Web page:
In Buddhism, the monastic orders, one of the Three Treasures, or Three Refuges, of Buddhism (the other two are Buddha and the teaching, or dharma). The term Sangha is sometimes used more generally by Mahāyāna Buddhists to include all followers, including the Buddhist laity.
Buddhists believe that living in an organized community with common spiritual aims facilitates working towards enlightenment, and becoming ordained enables a Buddhist to devote his or her life to this purpose.
Foundation of the monasteries When the Sangha was first formed by the Buddha, the monks would wander from village to village until the three months of rains from July until October. During the rains, they would live together in one place, and these gradually became monasteries known as viharas. The development of monastic establishments led both to stronger communities and greater differences between each community (see Buddhism, schools of). The rainy season still marks a change in practice for many monks; Theravāda Buddhists hold a three-month retreat known as Vassa.
Monastic life Monks and nuns are expected to follow the Ten Moral Precepts, a practice that includes celibacy, the refusal of gifts of money, and abstention from alcohol. They have no personal possessions apart from a robe, a belt, a bowl for food, a walking stick, a razor, a needle, a net for straining water, and a string of prayer beads, although they do have other simple necessities according to their needs. They are dependent on the goodwill and foresight of lay followers for food, clothes, and other daily essentials, and are not allowed to beg. The laity and the Sangha are, however, equally dependent on each other. The monks give lessons and advice on the dharma (religious teachings), and perform ceremonies on behalf of the laity. In Tibet, young boys are likely to live in the monastery and receive their education there, without becoming monks.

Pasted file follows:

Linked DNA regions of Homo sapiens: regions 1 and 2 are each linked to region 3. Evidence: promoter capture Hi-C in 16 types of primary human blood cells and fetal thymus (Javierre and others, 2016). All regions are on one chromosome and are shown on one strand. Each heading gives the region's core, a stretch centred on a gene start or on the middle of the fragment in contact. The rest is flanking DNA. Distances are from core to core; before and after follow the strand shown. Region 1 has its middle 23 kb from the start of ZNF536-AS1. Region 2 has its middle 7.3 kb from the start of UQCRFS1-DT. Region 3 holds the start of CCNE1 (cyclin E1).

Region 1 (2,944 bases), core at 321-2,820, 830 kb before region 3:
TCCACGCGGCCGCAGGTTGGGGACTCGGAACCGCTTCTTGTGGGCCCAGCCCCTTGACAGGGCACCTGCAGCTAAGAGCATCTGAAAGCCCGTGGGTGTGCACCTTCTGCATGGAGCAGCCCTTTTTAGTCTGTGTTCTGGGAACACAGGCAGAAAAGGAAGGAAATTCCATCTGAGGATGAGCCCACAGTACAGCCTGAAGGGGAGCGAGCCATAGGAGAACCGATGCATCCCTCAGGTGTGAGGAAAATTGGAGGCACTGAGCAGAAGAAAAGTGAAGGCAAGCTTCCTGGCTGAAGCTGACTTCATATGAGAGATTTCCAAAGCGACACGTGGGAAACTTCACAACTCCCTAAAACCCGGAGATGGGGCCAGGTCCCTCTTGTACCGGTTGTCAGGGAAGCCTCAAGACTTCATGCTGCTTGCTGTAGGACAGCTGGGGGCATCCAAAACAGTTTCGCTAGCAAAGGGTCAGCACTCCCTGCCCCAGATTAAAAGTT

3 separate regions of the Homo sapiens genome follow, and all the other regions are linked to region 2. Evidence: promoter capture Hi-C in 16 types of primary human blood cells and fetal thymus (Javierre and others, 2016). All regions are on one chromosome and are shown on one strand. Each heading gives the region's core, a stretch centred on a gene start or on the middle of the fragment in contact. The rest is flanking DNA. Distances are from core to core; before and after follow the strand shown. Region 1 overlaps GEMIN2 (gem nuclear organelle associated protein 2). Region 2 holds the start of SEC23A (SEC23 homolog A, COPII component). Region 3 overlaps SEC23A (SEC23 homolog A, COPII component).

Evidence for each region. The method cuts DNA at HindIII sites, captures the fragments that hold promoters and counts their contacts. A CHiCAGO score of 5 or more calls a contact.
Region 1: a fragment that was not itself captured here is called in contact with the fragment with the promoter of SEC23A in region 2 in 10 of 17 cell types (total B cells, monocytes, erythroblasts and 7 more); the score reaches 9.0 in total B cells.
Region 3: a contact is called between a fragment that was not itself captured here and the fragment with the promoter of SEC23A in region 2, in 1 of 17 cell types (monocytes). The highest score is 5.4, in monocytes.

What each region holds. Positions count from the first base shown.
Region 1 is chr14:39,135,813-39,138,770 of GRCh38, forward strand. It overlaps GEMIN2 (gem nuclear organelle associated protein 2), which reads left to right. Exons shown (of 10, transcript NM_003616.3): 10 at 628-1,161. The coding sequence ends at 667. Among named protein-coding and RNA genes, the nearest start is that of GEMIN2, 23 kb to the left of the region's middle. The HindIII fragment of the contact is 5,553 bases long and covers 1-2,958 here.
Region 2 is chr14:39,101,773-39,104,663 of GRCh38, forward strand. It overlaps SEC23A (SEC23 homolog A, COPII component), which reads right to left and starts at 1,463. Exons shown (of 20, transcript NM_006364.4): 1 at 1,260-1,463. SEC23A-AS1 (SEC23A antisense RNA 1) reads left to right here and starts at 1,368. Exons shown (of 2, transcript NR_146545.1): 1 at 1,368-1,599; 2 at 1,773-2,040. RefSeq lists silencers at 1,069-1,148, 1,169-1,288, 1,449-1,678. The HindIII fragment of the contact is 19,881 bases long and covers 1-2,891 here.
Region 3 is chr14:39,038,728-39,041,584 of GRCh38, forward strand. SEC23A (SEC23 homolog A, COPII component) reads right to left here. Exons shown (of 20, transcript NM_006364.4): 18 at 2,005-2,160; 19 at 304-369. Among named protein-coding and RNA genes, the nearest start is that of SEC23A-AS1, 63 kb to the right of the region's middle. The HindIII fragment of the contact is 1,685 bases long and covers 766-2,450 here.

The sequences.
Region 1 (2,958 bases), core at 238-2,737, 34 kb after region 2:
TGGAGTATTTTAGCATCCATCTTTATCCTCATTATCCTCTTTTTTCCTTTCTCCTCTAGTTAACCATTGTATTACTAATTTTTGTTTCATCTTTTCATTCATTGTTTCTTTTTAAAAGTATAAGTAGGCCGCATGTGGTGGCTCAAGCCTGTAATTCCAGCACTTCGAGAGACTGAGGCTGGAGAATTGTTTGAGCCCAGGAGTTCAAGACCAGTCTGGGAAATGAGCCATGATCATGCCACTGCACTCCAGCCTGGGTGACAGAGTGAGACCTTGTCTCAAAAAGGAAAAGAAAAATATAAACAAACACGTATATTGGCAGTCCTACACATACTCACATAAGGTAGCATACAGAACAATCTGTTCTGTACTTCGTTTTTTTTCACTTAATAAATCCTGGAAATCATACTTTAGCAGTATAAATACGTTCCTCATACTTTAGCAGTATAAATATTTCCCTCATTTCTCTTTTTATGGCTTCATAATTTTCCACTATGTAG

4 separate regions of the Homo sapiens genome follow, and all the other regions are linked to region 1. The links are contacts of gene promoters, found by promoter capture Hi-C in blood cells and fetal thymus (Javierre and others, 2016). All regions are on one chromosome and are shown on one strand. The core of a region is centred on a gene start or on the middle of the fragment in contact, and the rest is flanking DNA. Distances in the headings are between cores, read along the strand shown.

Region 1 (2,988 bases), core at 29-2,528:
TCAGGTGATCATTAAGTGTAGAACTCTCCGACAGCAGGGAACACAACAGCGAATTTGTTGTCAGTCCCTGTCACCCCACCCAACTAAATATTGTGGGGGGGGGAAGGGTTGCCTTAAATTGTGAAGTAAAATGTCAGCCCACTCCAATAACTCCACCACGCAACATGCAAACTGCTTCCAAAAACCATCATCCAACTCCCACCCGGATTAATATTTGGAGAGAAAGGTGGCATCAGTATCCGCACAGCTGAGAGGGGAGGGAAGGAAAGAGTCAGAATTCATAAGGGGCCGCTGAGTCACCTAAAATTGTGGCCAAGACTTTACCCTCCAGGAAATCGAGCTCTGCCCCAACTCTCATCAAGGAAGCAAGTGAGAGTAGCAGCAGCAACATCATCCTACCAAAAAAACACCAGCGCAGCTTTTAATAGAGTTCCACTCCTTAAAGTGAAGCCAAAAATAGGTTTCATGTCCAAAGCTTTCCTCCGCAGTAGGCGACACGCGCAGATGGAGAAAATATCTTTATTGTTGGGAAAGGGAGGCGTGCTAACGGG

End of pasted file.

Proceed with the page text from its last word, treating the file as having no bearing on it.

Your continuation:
The monasteries in which the Sangha live vary in size according to the region and school of Buddhism followed. Monks and nuns not attached to a monastery may live in caves or small, simple huts in the forest, or may travel from village to village. Adult monks will be involved in conducting daily worship and ceremonies in the shrine room and at people's homes. They will also teach the dharma to younger monks, novices, and the lay community. A significant proportion of each day is spent in meditation and study.
The Sangha are usually fed by the laity and do not eat after midday. In larger monasteries, monks are sometimes involved in producing religious artefacts such as painting thankas (wall hangings) or carving buddhas. Some monasteries publish books on the dharma. Monasteries vary as to which activities are regarded as most important: meditation, helping the laity, or producing artefacts or religious texts.
Buddhist schoolsTheravāda Buddhists believe that ordination and a life of meditation is the ideal step towards enlightenment. Theravāda monks usually wear yellow robes, and follow the Ten Moral Precepts. They are governed by the rules for monastic life laid down in the Vinaya-Pitaka.
Many schools of Mahāyāna Buddhism place less importance on monastic life. Ordained Buddhists follow a greater variety of practice and dress, and may have more involvement with the outside world. Traditionally, Tibetan Buddhist monks wear red robes. Mahāyāna belief is complex, involving many Buddhas and bodhisattvas, and this has given rise to long and involved forms of worship and ritual ceremony.
Buddhism: The Spread of a Religion
The Buddhist monastic order. Together with the Buddha and dharma , it forms the third of the tri-ratna of Buddhism. An individual may...
Buddhist monastic order, traditionally composed of four groups: monks, nuns, laymen, and laywomen. Established by the Buddha, it is the world’s old